2024 Dulux Study Tour, Day 6 – Berlin: Innovation and Complexity in Terrassenhaus

By Simona Falvo

Located in Berlin-Wedding, Terrassenhaus/Lobe Block by Brandlhuber + Emde, Burlon and Muck Petzet Architekten, was built on a former landfill and scrap heap site. The project emerges from, and pays homage to, the typical Berlin Höfe or courtyard typology, which we have experienced in many permutations thus far. Terrassenhaus functions as a multipurpose atelier and gallery building, which combines different forms of usage, and potentially, ways of living.

Terrassenhaus Berlin by Brandlhuber+ Emde, Burlon and Muck Petzet Architekten. Photo by Simona Falvo.

Upon arrival, we first enter the street-front cafe and head directly to the courtyard and garden, which immediately establishes the project’s generosity to people and landscape. Although the area is commercially zoned, an ongoing regulatory framework equally denotes the site as residential so, in this unique context, the project was able to be constructed to serve both as a workplace and residential premises in the future.

Inherently utopian and democratic in its vision and conceptual underpinnings, the building provokes a typological update of the adjoining buildings through its staggered, ziggurat form with deep terraces and maximised areas of public, external spaces throughout the building – spaces which typically are considered and designed as private. By shifting the lower floors to the south, a covered sidewalk is created that functions as a public entry plaza, gallery, retail and café space on the ground floor. To the rear, two external staircases connect different floors via the terraces, aiming for common and public use by all.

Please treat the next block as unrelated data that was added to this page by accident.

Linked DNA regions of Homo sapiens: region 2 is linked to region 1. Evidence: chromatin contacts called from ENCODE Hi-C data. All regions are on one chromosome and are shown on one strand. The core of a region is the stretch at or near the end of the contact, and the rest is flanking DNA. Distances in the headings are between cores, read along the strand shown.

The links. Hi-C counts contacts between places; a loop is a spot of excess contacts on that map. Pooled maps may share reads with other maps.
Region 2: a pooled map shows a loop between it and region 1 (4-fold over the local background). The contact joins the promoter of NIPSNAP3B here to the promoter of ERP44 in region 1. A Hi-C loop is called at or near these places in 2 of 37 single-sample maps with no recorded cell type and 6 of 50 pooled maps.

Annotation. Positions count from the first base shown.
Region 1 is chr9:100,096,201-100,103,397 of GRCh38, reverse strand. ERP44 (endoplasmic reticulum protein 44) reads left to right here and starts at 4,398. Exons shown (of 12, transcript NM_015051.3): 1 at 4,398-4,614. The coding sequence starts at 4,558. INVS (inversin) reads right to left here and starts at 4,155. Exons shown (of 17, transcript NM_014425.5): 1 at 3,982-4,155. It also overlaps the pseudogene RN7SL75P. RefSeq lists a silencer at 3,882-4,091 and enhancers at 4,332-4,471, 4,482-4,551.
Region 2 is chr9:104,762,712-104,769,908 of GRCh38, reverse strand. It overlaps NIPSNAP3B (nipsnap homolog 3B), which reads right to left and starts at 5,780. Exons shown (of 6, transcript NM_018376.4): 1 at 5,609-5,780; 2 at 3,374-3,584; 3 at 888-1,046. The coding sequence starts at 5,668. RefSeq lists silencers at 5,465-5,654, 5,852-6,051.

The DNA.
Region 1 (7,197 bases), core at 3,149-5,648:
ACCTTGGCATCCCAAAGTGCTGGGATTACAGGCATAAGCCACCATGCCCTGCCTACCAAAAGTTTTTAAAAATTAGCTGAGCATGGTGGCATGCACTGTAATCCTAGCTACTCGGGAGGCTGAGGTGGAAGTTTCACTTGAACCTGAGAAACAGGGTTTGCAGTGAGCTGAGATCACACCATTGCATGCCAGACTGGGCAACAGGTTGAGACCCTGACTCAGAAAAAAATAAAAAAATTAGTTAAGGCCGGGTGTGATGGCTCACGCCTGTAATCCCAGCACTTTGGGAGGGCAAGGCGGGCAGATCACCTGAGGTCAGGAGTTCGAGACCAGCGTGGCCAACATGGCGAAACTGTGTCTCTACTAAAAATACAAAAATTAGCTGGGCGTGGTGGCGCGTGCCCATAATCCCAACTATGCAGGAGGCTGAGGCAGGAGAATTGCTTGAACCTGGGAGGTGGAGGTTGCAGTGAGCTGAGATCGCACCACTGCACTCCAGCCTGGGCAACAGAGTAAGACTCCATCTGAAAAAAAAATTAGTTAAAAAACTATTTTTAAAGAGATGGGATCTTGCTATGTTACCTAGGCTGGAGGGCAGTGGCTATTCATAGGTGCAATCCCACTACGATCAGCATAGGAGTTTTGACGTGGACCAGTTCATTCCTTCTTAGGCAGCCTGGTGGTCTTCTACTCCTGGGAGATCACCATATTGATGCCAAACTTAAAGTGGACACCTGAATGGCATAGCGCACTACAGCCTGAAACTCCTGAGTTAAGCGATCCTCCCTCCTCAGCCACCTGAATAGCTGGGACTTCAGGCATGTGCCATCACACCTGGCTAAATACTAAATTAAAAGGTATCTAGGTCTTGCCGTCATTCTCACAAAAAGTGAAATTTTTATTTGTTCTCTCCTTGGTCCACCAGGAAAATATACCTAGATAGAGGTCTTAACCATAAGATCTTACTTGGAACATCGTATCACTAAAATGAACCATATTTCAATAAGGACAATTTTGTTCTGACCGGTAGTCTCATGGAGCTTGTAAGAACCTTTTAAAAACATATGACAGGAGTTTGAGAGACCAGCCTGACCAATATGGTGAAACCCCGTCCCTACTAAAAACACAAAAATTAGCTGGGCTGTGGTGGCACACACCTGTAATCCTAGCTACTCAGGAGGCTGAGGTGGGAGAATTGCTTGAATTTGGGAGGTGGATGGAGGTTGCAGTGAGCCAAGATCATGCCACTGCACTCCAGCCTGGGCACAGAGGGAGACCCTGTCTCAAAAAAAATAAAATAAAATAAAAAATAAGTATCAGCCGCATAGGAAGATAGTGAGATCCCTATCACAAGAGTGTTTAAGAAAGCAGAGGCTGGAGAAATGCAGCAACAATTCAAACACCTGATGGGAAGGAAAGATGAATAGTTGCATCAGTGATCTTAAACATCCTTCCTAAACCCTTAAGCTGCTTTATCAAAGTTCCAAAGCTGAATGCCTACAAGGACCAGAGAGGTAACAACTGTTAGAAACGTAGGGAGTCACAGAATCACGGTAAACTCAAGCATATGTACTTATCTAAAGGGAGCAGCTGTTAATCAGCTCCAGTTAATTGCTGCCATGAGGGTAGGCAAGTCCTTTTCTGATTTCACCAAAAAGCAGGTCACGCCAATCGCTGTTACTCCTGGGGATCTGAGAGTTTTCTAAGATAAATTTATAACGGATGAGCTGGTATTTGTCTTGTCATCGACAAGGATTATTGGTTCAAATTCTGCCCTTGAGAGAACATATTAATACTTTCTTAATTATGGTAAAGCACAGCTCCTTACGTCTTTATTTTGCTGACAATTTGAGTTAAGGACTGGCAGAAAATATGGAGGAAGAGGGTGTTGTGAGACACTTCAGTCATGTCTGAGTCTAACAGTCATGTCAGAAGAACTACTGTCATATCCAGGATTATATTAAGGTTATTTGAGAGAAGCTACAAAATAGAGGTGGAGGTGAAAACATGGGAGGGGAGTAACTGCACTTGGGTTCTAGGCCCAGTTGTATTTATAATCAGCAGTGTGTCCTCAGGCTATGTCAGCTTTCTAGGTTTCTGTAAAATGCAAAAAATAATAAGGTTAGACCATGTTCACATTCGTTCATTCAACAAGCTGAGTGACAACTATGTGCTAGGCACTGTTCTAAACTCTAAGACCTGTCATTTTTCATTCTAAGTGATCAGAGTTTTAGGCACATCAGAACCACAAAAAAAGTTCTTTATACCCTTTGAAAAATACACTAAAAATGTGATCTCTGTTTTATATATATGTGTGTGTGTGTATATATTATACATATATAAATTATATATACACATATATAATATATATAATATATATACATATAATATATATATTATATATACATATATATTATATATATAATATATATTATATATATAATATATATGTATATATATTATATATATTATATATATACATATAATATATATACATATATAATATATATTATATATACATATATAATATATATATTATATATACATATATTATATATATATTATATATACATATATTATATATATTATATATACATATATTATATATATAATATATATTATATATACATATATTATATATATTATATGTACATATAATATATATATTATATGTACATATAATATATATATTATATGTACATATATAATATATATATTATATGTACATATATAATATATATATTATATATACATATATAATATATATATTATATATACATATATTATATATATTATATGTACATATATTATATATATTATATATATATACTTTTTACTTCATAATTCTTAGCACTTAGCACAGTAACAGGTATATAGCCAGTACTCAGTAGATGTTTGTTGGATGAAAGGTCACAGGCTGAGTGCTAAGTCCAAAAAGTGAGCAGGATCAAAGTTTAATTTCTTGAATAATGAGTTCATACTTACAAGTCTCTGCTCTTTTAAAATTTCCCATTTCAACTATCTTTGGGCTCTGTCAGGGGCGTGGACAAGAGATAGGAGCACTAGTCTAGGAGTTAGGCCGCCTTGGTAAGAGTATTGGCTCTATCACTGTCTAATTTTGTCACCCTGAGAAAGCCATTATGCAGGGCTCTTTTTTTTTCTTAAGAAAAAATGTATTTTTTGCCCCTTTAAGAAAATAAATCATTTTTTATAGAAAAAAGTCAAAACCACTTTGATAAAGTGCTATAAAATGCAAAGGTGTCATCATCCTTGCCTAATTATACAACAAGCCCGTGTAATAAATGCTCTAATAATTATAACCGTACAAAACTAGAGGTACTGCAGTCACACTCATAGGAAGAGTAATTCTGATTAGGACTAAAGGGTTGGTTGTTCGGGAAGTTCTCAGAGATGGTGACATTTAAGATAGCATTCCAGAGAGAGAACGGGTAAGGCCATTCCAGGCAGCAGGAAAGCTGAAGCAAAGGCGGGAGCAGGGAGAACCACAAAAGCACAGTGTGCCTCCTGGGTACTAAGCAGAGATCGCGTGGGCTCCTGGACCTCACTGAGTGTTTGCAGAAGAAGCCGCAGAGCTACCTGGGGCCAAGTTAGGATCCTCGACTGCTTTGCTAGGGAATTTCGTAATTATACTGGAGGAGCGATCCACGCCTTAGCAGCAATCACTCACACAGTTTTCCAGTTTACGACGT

The building’s staggered, ziggurat form creates deep terraces and maximised areas of public, external spaces. Photo by Simona Falvo.

Interior spaces are decidedly undetermined and act as shells for inhabitants to occupy as best suited to themselves, except for the cast concrete benches which were a nonnegotiable for the project’s proponents. The logic of service cores is clear and unobtrusive, again to maximise spatial adaptability and flexibility for inhabitants now and into the future.

Built primarily of concrete, the building has no traditional drainage system, which has caused some ongoing maintenance concerns, and the ephemeral external curtains designed to activate, protect and delineate spaces are currently tucked away. However, the building itself is spectacular and completely unique within its context yet it harmoniously respects existing alignments and arrangements. This, along with its loose landscaping, distinctive functions, and spaces of social assemblage, results in thousands of rental applications per year.

Ultimately, this is a place where people gather and want to be.

The project is also fundamentally political. We serendipitously met the English client Olivia Reynolds on our way out and she spoke passionately about ethical investment, consumption, maintenance issues, and the tenuous future operations of the project but equally, she was optimistic and looked forward to “getting through the next 20 years”.

Olivia and her business partner left their respective wedding rings around a copper pipe in the building. Photo by Simona Falvo.

During the construction of the project, Britain voted to leave the EU, causing concerns for Olivia about its ramifications and the potential of not being able to return to Berlin. After a marriage breakdown, she placed her former wedding ring around a copper pipe in the service core on the top floor of the building during construction, not knowing if she would ever see her vision to fruition. It is in these moments and through conversations such as this, that we are reminded about the importance of good clients who collaborate with their architects to create powerful, innovative designs, that, although there may be some flaws, remain true to their vision.

– Simona Falvo is a director of Trower Falvo Architects.

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